Review: Starr Meade’s Comforting Hearts, Teaching Minds

5 out of 5 Stars
Author: Starr Meade
Publisher: P&R Publishing
Buy Comforting Hearts, Teaching Minds
Reading Level: Easy
Key Words: Practical, and Gospel Rich

I wasn’t sure what to expect when requesting Meade’s Comforting Hearts, Teaching Minds. I had heard a lot of good things about her other books and obviously P&R is solid. Needless to stay I was blown away by this devotional. This is a book I will frequently return to as my children grow up and one I will use with my wife regularly.

First, Meade addresses the refrain that catechizing is hard work.

Does memorizing a catechism require hard work? does discussing it thoroughly take time and discipline? of course. Will working through catechisms always be fun? Will your children—or you for that matter— always feel like doing it? of course not. Olympic athletes don’t always feel like training either. but they know the reward it might bring. even though that reward is perishable and uncertain, the athletes believe it to be of great enough value to make all their sacrifice and training well worth it. of how much more value is it to train our children to stand strong in the face of life’s greatest demands? (9)

As a new-comer to catechisms, I frequently struggle with consistently teaching my children. My parents were converts from Roman Catholicism and were skeptical of the word “catechism.” We had family devotions growing up, but not a methodical and consistently biblical rich one. Catechism like the Heidelberg (HC) provide this. If the prize is knowing Christ, the toil of catechizing is worth the effort.

I also see this book helping two kinds of people. First, for people who have interacted those in reformed churches who seem smug, who seem like they have all the answers, and who seem dry--this book will show that it’s a result of their sinful heart and not a result of the catechisms used. You can’t read through the HC and meditate on the biblical rich devotionals Starr writes missing that these catechisms are alive and practical and tethered to Scripture.

Second, for people like myself who didn’t grow up in reformed churches and are not familiar with the HC, Comforting Hearts, Teaching Minds will remove some of its mystique and our fear. I know I look at the Westminster Shorter Catechism and the HC and feel overwhelmed. That’s a lot of questions and answers. Could you really learn all of those? And would it really be beneficial? Starr demonstrates just how beneficial they can be. Someone who breathes the gospel air of the catechisms will learn to live and die well in Christ. That’s something many recent devotionals and Sunday school materials are missing. They talk a lot about living, but little of how to die well. That’s something you are confronted with in question one of the Heidelberg Catechism.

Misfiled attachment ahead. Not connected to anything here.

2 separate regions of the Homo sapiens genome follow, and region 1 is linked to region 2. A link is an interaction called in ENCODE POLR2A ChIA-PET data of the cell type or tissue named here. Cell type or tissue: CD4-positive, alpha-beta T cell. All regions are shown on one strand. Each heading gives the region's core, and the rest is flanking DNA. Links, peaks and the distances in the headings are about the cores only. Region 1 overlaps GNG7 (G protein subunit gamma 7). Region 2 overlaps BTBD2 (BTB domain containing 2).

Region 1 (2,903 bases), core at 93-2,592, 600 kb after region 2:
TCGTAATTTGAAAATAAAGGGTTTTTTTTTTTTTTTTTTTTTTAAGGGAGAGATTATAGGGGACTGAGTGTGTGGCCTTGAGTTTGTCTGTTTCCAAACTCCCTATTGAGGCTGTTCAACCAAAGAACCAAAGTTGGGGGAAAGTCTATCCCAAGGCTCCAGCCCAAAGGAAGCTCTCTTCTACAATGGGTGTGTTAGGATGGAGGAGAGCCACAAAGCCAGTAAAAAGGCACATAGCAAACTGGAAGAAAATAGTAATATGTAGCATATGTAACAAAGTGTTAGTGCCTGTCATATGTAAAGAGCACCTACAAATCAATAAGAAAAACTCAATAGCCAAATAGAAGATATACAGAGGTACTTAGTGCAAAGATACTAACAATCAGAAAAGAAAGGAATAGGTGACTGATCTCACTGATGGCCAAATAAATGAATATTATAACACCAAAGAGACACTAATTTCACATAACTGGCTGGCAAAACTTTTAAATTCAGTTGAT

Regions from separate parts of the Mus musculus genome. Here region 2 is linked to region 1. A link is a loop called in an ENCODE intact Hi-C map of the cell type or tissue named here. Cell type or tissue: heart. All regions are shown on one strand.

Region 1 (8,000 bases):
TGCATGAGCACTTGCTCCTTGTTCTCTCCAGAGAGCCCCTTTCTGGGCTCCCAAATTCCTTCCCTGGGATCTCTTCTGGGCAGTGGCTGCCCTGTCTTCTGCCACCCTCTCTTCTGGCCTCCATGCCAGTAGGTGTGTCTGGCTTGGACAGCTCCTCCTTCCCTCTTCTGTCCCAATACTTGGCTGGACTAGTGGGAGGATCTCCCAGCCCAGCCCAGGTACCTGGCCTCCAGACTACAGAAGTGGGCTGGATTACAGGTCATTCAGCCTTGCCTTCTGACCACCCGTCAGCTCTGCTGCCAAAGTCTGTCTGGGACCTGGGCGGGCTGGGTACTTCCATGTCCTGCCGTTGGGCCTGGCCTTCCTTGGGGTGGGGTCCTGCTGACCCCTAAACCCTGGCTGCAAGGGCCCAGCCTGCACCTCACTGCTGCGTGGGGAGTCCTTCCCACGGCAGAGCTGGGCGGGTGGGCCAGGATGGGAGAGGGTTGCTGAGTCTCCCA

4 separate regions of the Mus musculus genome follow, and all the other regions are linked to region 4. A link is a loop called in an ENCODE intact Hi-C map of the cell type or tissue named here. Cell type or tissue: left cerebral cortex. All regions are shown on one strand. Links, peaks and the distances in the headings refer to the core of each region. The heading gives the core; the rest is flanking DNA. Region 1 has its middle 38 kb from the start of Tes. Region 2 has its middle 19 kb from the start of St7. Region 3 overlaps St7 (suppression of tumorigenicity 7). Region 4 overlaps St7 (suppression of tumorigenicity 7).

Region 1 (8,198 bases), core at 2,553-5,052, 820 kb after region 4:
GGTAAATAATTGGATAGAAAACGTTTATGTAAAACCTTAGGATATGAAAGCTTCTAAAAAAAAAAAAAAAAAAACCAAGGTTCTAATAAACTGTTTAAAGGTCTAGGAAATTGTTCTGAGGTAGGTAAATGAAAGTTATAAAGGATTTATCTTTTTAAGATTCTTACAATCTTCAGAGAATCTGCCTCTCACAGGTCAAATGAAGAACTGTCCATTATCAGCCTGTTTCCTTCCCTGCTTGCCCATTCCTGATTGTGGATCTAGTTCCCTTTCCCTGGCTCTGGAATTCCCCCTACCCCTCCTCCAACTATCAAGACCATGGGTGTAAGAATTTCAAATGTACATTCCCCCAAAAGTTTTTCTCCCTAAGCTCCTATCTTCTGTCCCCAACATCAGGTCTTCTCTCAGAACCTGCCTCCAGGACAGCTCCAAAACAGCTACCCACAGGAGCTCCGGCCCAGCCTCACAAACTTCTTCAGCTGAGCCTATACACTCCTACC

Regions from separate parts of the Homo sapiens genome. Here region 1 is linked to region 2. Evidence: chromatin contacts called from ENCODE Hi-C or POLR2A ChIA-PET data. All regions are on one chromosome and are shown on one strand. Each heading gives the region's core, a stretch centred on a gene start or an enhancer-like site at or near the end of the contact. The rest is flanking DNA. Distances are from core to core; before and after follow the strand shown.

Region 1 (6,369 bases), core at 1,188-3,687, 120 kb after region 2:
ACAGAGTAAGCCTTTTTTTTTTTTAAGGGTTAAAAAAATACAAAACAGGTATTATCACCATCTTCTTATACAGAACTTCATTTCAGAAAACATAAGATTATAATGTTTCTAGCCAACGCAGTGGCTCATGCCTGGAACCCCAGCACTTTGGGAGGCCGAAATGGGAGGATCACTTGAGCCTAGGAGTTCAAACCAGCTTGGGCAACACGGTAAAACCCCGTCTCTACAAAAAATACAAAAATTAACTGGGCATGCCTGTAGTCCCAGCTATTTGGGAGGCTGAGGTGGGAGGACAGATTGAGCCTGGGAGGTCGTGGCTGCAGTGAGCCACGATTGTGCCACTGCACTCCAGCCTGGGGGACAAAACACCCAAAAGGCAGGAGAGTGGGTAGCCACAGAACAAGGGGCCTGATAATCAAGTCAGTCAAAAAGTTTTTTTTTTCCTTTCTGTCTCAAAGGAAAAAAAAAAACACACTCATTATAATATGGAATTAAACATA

The beauty too of the HC is that immediately it knocks you off balance. Anyone approaching these catechisms with a bent towards fear of failure and fear of acceptance by God is immediately assured:

He has fully paid for all my sins with his precious blood,
and has set me free from the tyranny of the devil.
He also watches over me in such a way
that not a hair can fall from my head
without the will of my Father in heaven;
in fact, all things must work together for my salvation.

Because i belong to him,
Christ, by his Holy Spirit,
assures me of eternal life
and makes me wholeheartedly willing and ready
from now on to live for him.

There’s no anxiety learning and studying these catechism because we “belong--body and soul, in life and death--” to Jesus Christ. We do not learn because we need God’s acceptance. We study because he’s transformed us and makes us willing and ready to live for him. Amen.

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Disclosure of Material Connection: I received Comforting Hearts, Teaching Minds free from P&R Publishing. I was not required to write a positive review. The opinions I have expressed are my own. I am disclosing this in accordance with the Federal Trade Commission’s 16 CFR, Part 255: “Guides Concerning the Use of Endorsements and Testimonials in Advertising.”